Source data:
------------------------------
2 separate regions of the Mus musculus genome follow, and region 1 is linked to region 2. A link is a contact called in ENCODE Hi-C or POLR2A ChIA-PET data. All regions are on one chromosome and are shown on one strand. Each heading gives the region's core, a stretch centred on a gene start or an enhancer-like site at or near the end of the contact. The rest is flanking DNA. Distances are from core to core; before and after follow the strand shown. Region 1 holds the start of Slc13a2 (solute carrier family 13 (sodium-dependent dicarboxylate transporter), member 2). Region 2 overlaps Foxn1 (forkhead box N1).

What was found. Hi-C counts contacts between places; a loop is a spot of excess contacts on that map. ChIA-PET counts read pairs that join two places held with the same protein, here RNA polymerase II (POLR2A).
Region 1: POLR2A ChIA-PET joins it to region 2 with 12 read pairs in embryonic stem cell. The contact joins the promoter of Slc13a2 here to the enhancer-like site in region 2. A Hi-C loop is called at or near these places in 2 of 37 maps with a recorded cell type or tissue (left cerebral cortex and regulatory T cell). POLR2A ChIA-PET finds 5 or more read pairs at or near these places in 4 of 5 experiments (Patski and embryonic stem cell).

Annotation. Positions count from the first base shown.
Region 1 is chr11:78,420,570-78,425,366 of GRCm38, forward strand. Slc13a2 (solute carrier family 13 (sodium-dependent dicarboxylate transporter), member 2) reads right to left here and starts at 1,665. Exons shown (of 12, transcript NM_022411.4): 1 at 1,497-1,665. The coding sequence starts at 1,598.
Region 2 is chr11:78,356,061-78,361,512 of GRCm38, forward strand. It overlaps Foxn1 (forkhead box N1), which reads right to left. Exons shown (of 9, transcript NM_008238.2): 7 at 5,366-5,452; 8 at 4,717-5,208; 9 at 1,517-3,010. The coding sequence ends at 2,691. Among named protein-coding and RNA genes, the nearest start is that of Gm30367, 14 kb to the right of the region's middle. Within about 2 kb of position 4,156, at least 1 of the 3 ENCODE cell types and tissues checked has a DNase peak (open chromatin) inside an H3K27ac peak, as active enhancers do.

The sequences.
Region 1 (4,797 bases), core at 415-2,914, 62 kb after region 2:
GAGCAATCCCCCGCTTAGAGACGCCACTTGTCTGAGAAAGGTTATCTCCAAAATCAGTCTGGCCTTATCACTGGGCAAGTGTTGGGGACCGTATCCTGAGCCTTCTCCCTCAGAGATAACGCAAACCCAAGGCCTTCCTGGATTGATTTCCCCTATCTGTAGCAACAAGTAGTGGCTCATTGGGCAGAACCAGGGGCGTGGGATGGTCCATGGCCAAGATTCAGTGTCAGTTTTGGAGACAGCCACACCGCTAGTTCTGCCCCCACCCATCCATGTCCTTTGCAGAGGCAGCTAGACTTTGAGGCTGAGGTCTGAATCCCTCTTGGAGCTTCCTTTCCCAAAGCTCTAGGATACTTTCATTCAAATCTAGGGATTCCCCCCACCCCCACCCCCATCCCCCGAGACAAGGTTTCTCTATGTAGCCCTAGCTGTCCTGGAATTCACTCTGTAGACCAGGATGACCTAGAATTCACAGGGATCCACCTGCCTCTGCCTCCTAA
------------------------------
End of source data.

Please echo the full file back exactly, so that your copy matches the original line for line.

2 separate regions of the Mus musculus genome follow, and region 1 is linked to region 2. A link is a contact called in ENCODE Hi-C or POLR2A ChIA-PET data. All regions are on one chromosome and are shown on one strand. Each heading gives the region's core, a stretch centred on a gene start or an enhancer-like site at or near the end of the contact. The rest is flanking DNA. Distances are from core to core; before and after follow the strand shown. Region 1 holds the start of Slc13a2 (solute carrier family 13 (sodium-dependent dicarboxylate transporter), member 2). Region 2 overlaps Foxn1 (forkhead box N1).

What was found. Hi-C counts contacts between places; a loop is a spot of excess contacts on that map. ChIA-PET counts read pairs that join two places held with the same protein, here RNA polymerase II (POLR2A).
Region 1: POLR2A ChIA-PET joins it to region 2 with 12 read pairs in embryonic stem cell. The contact joins the promoter of Slc13a2 here to the enhancer-like site in region 2. A Hi-C loop is called at or near these places in 2 of 37 maps with a recorded cell type or tissue (left cerebral cortex and regulatory T cell). POLR2A ChIA-PET finds 5 or more read pairs at or near these places in 4 of 5 experiments (Patski and embryonic stem cell).

Annotation. Positions count from the first base shown.
Region 1 is chr11:78,420,570-78,425,366 of GRCm38, forward strand. Slc13a2 (solute carrier family 13 (sodium-dependent dicarboxylate transporter), member 2) reads right to left here and starts at 1,665. Exons shown (of 12, transcript NM_022411.4): 1 at 1,497-1,665. The coding sequence starts at 1,598.
Region 2 is chr11:78,356,061-78,361,512 of GRCm38, forward strand. It overlaps Foxn1 (forkhead box N1), which reads right to left. Exons shown (of 9, transcript NM_008238.2): 7 at 5,366-5,452; 8 at 4,717-5,208; 9 at 1,517-3,010. The coding sequence ends at 2,691. Among named protein-coding and RNA genes, the nearest start is that of Gm30367, 14 kb to the right of the region's middle. Within about 2 kb of position 4,156, at least 1 of the 3 ENCODE cell types and tissues checked has a DNase peak (open chromatin) inside an H3K27ac peak, as active enhancers do.

The sequences.
Region 1 (4,797 bases), core at 415-2,914, 62 kb after region 2:
GAGCAATCCCCCGCTTAGAGACGCCACTTGTCTGAGAAAGGTTATCTCCAAAATCAGTCTGGCCTTATCACTGGGCAAGTGTTGGGGACCGTATCCTGAGCCTTCTCCCTCAGAGATAACGCAAACCCAAGGCCTTCCTGGATTGATTTCCCCTATCTGTAGCAACAAGTAGTGGCTCATTGGGCAGAACCAGGGGCGTGGGATGGTCCATGGCCAAGATTCAGTGTCAGTTTTGGAGACAGCCACACCGCTAGTTCTGCCCCCACCCATCCATGTCCTTTGCAGAGGCAGCTAGACTTTGAGGCTGAGGTCTGAATCCCTCTTGGAGCTTCCTTTCCCAAAGCTCTAGGATACTTTCATTCAAATCTAGGGATTCCCCCCACCCCCACCCCCATCCCCCGAGACAAGGTTTCTCTATGTAGCCCTAGCTGTCCTGGAATTCACTCTGTAGACCAGGATGACCTAGAATTCACAGGGATCCACCTGCCTCTGCCTCCTAA